One of the perks of blogging is that it gives one a license to write about topics that one really is not an expert on (a trait that my readers have doubtless discovered on their own). And speaking of licenses to do things… there is the double zero license to kill, granted by the British Government to a select few secret agents in the fictional world of Ian Fleming’s James Bond. It is hard to believe, in this world of Edward Snowden, NSA snooping on American’s phone and internet messages, and government sanctioned murder via drones, that not only were James Bond and his somewhat quaint by today’s standards license to kill, as well everything associated with spying, all the rage back in the 1960s, but also that the movie phenomenon has continued right up to the present day. My son Brian was nice enough to give me a present last Christmas of “The James Bond 50” that consists of all the James Bond movies over the last 50 years. I was always a fan, and this wonderful Blu Ray set allows me to see all the movies again in order. I have been watching about one a week, giving me some precious entertainment over this final year of my medical career. When I get back to Skyfall, it should be January, 2014. I am also reading Sinclair McKay’s The Man With The Golden Touch which is a great source of insight into these films.
It is interesting to watch the films again from today’s perspective. I have gotten as far as the start of the Roger Moore era. The movies, aside from being an interesting glimpse into the culture of the 60s and 70s and showing how far we have come in terms of sexism and racism, are entertaining and have high production values. They have always been very popular, apparently the second most popular movie series of all time (the first? Harry Potter). Sean Connery, Roger Moore, and even George Lazenby in his single outing On Her Majesty’s Secret Service all bring a different spin on Bond. Connery is tough and gritty, Moore is suave and debonair, but a little silly, and Lazenby is handsome but understandably insecure, this being the first and only acting attempt of the former used car salesman turned model. Ironically his performance probably emulates the Bond of the novels best, who was a considerably more insecure and complex character than that portrayed on the screen. What strikes me most on re-watching these early Bond films though is how crucial and how good their musical scores are.
At the end of every Bond film there is a statement that reads “The James Bond Theme was composed by Monty Norman.” Norman was a writer of Broadway songs and was hired to compose the music for Dr. No. The producers of the Bond films, Cubby Broccoli and Harry Saltzman were apparently dissatisfied with Norman’s version of the James Bond theme and brought in John Barry to arrange it, resulting in the version so well know today. The guitarist Vic Flick played the theme and was paid a one time fee of £6. Over the years Norman (who is still alive) has won several libel suits over authorship of this theme, so, if you are reading this post, Monty Norman, I don’t dispute your authorship of the theme. As part of the evidence introduced in the libel suits, Norman produced a song from an unpublished musical written in the 1950s prior to Dr. No. The song, called “Good Sign Bad Sign,” is pretty awful, but there is part of the familiar guitar riff in it, in a Hindu sitar style.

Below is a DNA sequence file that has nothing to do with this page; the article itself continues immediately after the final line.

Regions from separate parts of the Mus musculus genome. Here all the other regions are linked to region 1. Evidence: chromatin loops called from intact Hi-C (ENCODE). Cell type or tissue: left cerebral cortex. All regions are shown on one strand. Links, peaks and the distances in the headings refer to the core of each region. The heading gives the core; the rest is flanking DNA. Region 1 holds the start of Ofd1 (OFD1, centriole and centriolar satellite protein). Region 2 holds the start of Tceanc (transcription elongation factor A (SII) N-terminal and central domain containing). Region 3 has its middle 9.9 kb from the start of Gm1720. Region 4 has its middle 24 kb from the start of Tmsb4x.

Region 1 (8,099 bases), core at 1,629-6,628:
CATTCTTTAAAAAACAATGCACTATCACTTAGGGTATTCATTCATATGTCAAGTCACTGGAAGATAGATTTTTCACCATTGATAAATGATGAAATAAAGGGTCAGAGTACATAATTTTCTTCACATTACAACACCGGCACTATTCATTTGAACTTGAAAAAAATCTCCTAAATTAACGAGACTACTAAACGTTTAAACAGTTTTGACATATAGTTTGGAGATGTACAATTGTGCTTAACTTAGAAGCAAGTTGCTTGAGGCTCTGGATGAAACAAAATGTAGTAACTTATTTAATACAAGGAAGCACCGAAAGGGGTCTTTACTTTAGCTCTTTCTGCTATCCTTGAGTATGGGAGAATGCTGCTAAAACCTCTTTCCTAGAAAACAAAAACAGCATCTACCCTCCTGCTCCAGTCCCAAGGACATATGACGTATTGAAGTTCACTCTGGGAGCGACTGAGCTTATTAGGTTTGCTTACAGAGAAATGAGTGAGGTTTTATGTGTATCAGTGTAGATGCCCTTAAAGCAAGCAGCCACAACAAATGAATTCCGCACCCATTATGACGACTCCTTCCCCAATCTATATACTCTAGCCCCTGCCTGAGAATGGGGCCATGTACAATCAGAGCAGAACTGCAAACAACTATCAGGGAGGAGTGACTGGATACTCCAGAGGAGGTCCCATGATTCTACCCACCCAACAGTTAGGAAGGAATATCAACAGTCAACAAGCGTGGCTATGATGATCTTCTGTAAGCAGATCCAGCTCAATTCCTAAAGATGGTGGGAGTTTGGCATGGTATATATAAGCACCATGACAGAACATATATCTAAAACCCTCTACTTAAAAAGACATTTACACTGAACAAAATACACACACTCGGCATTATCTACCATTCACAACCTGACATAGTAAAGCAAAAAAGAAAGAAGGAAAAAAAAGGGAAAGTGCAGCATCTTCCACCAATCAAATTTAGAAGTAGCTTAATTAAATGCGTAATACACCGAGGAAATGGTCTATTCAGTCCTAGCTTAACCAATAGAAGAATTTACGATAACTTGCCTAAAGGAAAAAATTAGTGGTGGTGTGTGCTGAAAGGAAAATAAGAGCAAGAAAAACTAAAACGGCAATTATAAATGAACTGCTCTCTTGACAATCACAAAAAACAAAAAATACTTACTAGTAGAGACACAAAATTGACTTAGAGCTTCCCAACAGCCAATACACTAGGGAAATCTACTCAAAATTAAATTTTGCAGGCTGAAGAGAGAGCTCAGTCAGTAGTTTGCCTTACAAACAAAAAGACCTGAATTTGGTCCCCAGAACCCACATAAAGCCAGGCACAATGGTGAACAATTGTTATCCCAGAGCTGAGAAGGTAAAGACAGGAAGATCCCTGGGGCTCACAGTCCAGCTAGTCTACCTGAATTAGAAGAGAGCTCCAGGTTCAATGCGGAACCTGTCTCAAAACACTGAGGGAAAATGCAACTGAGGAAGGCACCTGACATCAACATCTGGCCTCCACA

I’m not sure we know how this was adapted by Norman to become his rejected version of the Dr. No James Bond Theme, but we do know what happened when the late John Barry, who I believe was a film music genius, got hold of it:
Barry was chosen to write scores for the next several Bond films. He did not write the theme to From Russia With Love, but did orchestrate that score. He then wrote the great Goldfinger theme, belted out memorably by Dame Shirley Bassey. The next film Thunderball has a great score, though the film itself is not the best of the oeuvre. Barry originally wrote the title theme “Mr. Kiss Kiss Bang Bang,” which is a great tune with about as silly lyrics as you can imagine.
This title song, sung by Dionne Warwick was rejected at the last minute because (maybe among other reasons) it did not contain the word “Thunderball” in its lyrics. The unsung version of this song is heard throughout the score of the movie. So Barry had only a few days to come up with a new song, which turns out to be another great song, sung by Tom Jones. According to the singer he held the last note so long that he passed out at the end of the song.
A great parody of this song is the opening of the otherwise forgettable Spy Hard, sung by Weird Al Yankovic, including his take on Tom Jones’s passing out at the end of the song:
Barry went on to write several more of the James Bond scores. His indelible musical stamp, along with title sequences by Maurice Binder, the incredible sets of Ken Adams (remember the volcano interior in You Only Live Twice, complete with working monorail, or the interior of Fort Knox?), and the personalities of the different Bond actors, helped make the films what they are. I close with my favorite, the orchestral theme to On Her Majesty’s Secret Service. What a great driving theme, perfect to accompany the thrilling skiing sequences of that movie:
Note: given the vagaries of YouTube and fair use of copyrighted material, on which YouTube definitely treads a fine line, I apologize if either some of the above links don’t work in the future, or if someone feels copyright has been violated. If the latter, please notify me and I will remove the link. — DEM